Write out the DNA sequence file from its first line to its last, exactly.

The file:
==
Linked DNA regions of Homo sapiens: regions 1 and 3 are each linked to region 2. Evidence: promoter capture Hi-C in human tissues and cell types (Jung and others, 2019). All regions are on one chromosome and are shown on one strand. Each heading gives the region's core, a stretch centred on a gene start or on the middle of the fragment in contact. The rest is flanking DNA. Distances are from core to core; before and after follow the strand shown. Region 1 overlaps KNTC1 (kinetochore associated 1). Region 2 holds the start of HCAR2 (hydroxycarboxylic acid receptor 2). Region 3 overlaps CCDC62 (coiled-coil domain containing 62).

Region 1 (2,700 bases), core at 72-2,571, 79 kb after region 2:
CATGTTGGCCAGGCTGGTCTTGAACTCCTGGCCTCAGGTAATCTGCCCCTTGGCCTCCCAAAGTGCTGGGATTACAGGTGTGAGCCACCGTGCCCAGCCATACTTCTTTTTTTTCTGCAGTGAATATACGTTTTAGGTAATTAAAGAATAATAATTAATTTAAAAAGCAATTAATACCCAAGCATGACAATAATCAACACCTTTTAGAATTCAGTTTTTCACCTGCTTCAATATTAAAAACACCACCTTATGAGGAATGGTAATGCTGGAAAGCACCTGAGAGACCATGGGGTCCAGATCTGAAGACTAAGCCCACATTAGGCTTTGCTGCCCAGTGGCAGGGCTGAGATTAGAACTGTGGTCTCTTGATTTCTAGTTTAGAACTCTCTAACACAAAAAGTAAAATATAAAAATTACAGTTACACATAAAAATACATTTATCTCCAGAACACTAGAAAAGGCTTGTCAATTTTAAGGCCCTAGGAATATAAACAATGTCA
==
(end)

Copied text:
Linked DNA regions of Homo sapiens: regions 1 and 3 are each linked to region 2. Evidence: promoter capture Hi-C in human tissues and cell types (Jung and others, 2019). All regions are on one chromosome and are shown on one strand. Each heading gives the region's core, a stretch centred on a gene start or on the middle of the fragment in contact. The rest is flanking DNA. Distances are from core to core; before and after follow the strand shown. Region 1 overlaps KNTC1 (kinetochore associated 1). Region 2 holds the start of HCAR2 (hydroxycarboxylic acid receptor 2). Region 3 overlaps CCDC62 (coiled-coil domain containing 62).

Region 1 (2,700 bases), core at 72-2,571, 79 kb after region 2:
CATGTTGGCCAGGCTGGTCTTGAACTCCTGGCCTCAGGTAATCTGCCCCTTGGCCTCCCAAAGTGCTGGGATTACAGGTGTGAGCCACCGTGCCCAGCCATACTTCTTTTTTTTCTGCAGTGAATATACGTTTTAGGTAATTAAAGAATAATAATTAATTTAAAAAGCAATTAATACCCAAGCATGACAATAATCAACACCTTTTAGAATTCAGTTTTTCACCTGCTTCAATATTAAAAACACCACCTTATGAGGAATGGTAATGCTGGAAAGCACCTGAGAGACCATGGGGTCCAGATCTGAAGACTAAGCCCACATTAGGCTTTGCTGCCCAGTGGCAGGGCTGAGATTAGAACTGTGGTCTCTTGATTTCTAGTTTAGAACTCTCTAACACAAAAAGTAAAATATAAAAATTACAGTTACACATAAAAATACATTTATCTCCAGAACACTAGAAAAGGCTTGTCAATTTTAAGGCCCTAGGAATATAAACAATGTCA